|The subject of this article pertains to the canon of the Forrest Gump film but not the novel.|
Mr. Curran was a minor character in the Forrest Gump film. He is the father of Jenny Curran and her sisters, the father-in-law of Forrest Gump, and the maternal grandfather of Forrest Gump Jr. He is played by Kevin Mangan, a crew member who worked in the movie's art department.
In the film[edit | edit source]
In the movie, he is the father of Jenny and her sisters. He is an unbalanced man whose wife died five years after she gave birth to Jenny. It was never specified what Mrs. Curran's cause of death was, but it was assumed to be natural. While not stated in the film, it may also be surmised that the death of Jenny's mother contributed to the mental problems of Jenny's father.
At one point, he had a job as a farmer. According to Forrest, Mr. Curran was “a very loving man, always kissing and touching Jenny and her sisters”. However, unknown to Forrest, Mr. Curran was actually abusing them.
One day, when Jenny doesn’t come to school, Forrest rushes to her house and asks her why she didn’t come to school. She tells him to be quiet because her daddy is taking a nap. Then Mr. Curran comes out in a rage and calls for Jenny; Jenny grabs Forrest by the hand, and they run into the cornfield. Mr. Curran runs after them, trying to catch his daughter, and continues to call for her, but is too drunk to keep trying to find her. Jenny and Forrest then pray for God to turn her into a bird so she can fly far away. Subsequently, Mr. Curran loses Jenny, who goes to live with her grandmother, and is presumably arrested.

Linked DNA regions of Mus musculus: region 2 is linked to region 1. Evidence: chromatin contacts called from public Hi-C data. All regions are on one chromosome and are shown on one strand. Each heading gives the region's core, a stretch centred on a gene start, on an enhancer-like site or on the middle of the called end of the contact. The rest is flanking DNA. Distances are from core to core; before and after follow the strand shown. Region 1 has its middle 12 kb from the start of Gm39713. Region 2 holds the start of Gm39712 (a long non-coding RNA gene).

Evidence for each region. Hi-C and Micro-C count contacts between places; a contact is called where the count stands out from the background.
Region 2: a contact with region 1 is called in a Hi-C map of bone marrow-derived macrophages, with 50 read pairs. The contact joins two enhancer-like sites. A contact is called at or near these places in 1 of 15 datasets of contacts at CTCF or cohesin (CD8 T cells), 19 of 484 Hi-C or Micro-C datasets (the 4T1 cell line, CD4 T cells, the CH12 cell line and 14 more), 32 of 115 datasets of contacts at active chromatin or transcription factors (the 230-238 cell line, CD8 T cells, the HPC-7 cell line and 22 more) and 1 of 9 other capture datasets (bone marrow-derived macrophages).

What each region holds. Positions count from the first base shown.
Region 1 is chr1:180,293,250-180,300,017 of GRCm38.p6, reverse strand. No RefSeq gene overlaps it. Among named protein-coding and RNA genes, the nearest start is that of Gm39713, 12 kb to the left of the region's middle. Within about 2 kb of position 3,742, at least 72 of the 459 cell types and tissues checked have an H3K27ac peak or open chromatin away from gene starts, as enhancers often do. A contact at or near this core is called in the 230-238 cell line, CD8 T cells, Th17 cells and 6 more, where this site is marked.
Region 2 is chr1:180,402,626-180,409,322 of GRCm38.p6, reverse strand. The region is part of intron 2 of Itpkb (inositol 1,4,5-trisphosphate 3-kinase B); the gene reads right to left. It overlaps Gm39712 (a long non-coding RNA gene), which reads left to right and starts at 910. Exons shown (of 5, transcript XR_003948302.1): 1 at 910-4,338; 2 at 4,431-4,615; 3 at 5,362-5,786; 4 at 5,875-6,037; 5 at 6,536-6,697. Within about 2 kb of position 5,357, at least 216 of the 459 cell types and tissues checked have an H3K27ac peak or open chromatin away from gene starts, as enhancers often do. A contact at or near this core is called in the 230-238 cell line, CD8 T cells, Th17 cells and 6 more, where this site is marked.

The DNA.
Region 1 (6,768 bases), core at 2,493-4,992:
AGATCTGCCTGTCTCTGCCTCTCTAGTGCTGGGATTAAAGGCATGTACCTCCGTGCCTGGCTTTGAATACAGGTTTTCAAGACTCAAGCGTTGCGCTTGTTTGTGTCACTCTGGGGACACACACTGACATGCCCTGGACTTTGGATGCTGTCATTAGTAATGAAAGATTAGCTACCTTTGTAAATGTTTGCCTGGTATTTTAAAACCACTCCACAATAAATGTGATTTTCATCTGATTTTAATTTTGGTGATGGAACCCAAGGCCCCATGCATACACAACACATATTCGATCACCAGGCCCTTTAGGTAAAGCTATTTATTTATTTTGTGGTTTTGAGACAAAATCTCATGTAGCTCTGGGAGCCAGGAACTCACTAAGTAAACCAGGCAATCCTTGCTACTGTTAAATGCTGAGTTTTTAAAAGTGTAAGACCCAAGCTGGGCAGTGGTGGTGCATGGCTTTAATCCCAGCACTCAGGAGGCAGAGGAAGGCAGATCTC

When Jenny returns to Forrest's house many years later, she and Forrest go for a walk and she listens while he tells her about Vietnam, ping pong, shrimping and his mother going up to Heaven where her mother is. They soon come to her father’s now abandoned house, and Jenny remembers how her father abused her as a child. Finally, unable to stand it any longer, she begins throwing rocks at the house, revealing her hatred for her father. Forrest finally realizes what Mr. Curran did many years ago. However, by this time he has become a somewhat more mature and astute man, deciding not to be public with that aspect of the life of his future bride. When he is recounting the return to Jenny's childhood home to an old lady sitting next to him on the bench, he says, “Sometimes I guess there just aren’t enough rocks.”
In the end, after Forrest is widowed from Jenny, he buys his father-in-law’s house. Out of posthumous respect for his bride and that it has now become a decrepit hovel which would have likely been condemned anyway, Forrest orders the house demolished.